"Woman manacled before giving birth" and "Battery hen cells being built for women" are only two of the various horror stories about everyday life in British prisons which have recently hit the headlines. Hardly a week seems to go by without new revelations about dire conditions in prisons both here and across the Atlantic.
This book is impressively detailed, showing women's experience of demobilisation and the aftermath of armed conflict - an often neglected area of military study relating to women - as well as their feelings about morality, their male counterparts, uniforms, duties and a slew of other subjects.
The chapters in this collection were originally given as papers at a conference at the Minda de Gunzburg Center for European Studies at the Harvard University in 1997, sponsored jointly by the North American Conference on British Studies and the Royal Historical Society.
For a very long time, writers have sneered at the suburbs. They have looked down on suburbanites for being materialistic, unimaginative, and boring. They have complained about the social and physical monotony of the suburban scene while deploring its individualism and lack of community.
With over seven hundred volumes published, the Variorum Collected Studies Series has branched out considerably from its origins in late antique and medieval history. Recent forays into imperial history, for example, have generated collections of articles by some of the biggest names in the field.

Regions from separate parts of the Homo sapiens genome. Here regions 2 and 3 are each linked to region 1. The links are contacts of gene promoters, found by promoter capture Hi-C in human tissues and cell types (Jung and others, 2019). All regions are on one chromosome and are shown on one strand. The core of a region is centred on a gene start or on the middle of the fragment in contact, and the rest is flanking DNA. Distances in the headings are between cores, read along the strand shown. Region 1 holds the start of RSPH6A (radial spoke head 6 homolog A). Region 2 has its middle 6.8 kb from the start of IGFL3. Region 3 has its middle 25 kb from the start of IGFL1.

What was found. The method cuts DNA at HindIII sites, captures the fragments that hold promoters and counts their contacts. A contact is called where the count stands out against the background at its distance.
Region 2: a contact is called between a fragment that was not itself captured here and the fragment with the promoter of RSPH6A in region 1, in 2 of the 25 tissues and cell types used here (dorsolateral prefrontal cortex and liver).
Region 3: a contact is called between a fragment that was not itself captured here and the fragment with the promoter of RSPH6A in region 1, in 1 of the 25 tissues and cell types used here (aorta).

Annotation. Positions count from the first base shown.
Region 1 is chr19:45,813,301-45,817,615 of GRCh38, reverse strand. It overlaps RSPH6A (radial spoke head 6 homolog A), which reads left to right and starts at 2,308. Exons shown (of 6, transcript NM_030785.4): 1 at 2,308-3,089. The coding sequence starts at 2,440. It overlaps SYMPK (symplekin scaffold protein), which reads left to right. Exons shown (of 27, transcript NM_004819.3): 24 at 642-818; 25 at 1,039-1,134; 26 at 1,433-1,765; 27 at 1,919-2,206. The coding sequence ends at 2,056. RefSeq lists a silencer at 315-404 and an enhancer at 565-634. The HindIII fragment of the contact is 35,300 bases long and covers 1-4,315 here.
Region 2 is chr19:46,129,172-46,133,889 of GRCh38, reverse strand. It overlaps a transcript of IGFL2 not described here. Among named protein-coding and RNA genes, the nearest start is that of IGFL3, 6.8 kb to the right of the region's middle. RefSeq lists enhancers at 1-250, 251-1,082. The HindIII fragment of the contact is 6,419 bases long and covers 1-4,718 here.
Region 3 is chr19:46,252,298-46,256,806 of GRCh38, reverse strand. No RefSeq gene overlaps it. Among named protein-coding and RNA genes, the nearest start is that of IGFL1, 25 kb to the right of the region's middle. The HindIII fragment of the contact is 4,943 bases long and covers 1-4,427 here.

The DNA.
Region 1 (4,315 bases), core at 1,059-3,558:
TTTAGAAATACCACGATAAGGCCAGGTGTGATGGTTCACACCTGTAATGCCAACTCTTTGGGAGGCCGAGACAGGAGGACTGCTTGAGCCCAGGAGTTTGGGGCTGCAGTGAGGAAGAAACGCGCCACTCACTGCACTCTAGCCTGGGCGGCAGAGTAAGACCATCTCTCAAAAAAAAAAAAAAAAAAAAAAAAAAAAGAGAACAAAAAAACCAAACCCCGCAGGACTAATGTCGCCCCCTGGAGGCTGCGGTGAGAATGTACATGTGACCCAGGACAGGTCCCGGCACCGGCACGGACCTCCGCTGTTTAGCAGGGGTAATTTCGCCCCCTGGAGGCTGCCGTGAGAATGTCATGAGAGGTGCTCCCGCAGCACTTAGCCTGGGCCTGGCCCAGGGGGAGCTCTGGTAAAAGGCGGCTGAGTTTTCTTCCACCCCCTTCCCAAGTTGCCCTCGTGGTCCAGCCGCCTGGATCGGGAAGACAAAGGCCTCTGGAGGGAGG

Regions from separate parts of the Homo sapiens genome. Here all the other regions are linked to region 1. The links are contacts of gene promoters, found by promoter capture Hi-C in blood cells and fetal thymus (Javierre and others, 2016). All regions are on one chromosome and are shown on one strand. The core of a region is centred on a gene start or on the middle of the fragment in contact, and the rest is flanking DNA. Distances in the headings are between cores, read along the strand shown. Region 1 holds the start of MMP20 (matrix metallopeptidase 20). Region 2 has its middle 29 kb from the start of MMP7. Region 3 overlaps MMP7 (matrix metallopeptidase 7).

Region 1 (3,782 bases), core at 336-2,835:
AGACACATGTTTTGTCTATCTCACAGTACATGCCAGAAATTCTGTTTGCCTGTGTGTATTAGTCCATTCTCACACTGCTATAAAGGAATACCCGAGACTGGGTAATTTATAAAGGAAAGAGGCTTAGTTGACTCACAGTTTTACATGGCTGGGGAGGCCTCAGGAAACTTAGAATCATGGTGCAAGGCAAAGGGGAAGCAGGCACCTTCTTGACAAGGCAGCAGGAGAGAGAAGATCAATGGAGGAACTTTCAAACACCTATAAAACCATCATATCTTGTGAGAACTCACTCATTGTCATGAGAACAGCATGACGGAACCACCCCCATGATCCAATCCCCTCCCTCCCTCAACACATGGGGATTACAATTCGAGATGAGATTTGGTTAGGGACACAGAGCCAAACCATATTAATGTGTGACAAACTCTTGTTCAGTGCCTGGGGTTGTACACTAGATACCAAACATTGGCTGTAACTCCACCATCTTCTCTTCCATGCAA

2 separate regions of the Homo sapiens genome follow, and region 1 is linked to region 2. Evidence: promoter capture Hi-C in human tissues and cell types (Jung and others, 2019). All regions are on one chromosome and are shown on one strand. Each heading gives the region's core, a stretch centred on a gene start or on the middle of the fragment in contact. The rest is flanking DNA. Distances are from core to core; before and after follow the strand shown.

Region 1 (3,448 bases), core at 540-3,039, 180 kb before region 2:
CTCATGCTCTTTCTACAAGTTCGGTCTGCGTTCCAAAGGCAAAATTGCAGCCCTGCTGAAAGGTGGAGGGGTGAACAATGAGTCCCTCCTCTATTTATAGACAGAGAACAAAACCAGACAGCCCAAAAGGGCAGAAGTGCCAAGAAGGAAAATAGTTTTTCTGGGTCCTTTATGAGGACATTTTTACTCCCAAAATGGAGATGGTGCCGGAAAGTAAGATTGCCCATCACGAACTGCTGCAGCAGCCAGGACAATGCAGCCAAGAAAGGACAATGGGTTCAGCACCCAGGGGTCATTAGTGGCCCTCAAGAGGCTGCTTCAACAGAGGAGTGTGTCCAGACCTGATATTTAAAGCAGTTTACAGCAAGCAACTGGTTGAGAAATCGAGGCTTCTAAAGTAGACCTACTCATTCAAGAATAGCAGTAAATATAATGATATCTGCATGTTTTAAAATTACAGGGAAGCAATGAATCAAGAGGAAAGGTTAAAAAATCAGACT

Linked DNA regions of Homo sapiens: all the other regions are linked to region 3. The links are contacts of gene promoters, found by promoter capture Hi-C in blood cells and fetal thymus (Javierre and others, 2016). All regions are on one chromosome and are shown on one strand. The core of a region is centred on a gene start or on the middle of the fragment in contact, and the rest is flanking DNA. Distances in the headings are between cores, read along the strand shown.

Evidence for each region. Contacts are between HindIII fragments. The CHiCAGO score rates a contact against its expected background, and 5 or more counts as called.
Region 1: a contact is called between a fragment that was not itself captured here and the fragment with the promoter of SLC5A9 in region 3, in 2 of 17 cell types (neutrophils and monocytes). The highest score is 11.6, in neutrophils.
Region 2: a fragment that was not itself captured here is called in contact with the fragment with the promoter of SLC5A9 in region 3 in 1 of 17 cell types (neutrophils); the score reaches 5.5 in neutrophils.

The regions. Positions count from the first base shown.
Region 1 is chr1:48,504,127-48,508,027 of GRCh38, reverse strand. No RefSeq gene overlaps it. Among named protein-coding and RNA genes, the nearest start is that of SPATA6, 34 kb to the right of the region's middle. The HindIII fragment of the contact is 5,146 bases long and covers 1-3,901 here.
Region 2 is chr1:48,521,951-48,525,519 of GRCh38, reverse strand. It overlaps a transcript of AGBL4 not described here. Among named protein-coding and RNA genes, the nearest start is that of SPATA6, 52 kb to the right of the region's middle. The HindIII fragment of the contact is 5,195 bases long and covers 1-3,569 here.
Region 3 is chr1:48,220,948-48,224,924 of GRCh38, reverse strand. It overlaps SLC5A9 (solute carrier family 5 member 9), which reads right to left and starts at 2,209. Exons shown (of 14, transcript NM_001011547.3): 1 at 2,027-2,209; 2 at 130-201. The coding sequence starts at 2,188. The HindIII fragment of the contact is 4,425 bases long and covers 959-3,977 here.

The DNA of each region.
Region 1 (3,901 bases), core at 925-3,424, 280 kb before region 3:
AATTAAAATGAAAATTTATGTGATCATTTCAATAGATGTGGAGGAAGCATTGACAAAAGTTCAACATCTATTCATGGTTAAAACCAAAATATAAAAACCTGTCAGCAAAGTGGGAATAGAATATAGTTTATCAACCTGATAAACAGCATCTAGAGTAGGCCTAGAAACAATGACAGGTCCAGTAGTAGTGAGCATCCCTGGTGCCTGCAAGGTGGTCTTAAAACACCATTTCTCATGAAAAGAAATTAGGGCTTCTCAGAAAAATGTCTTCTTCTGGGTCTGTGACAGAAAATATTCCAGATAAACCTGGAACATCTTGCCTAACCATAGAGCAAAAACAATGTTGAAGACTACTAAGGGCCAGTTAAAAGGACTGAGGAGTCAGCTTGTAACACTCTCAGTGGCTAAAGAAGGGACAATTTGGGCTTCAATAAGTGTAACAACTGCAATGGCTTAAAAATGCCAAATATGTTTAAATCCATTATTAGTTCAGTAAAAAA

In early 1840, the New York lawyer and diarist George Templeton Strong noted that the newspapers were obsessed with commentary and speculation about the upcoming wedding of Queen Victoria. All this was ‘doubtless very interesting and important to her Majesty’s loyal subjects’, wrote Strong huffily, but ‘to us republicans is, or ought to be, rather dull and profitless’ (p. 50).
The co-authors of this volume are David Haslam, the Chair and Clinical Director of the National Obesity Forum and Fiona Haslam, a former physician, art historian, and the author of a distinguished study of From Hogarth to Rowlandson: Medicine and Art in Eighteenth-Century Britain.(1) This summarizes both the strength and the weakness of this comprehensive stud
Scholars continue to find new things to say about the Irish Diaspora. For many of them-especially those in Ireland and America-the term Diaspora, when applied to the Irish, has a deep, politicised meaning. We can see this point exemplified in two observations.
The bowels of university libraries are often cluttered with the remnants of past historical approaches. The Cambridge History of the British Empire (1929-59) is one such work.
As the title of the book suggests, Geographies of Empire covers the period roughly from the beginning of the ‘scramble for Africa’ – following the British invasion of Egypt in 1882 – to the year by which many of the territories formerly acquired by European colonial powers had been lost or given up.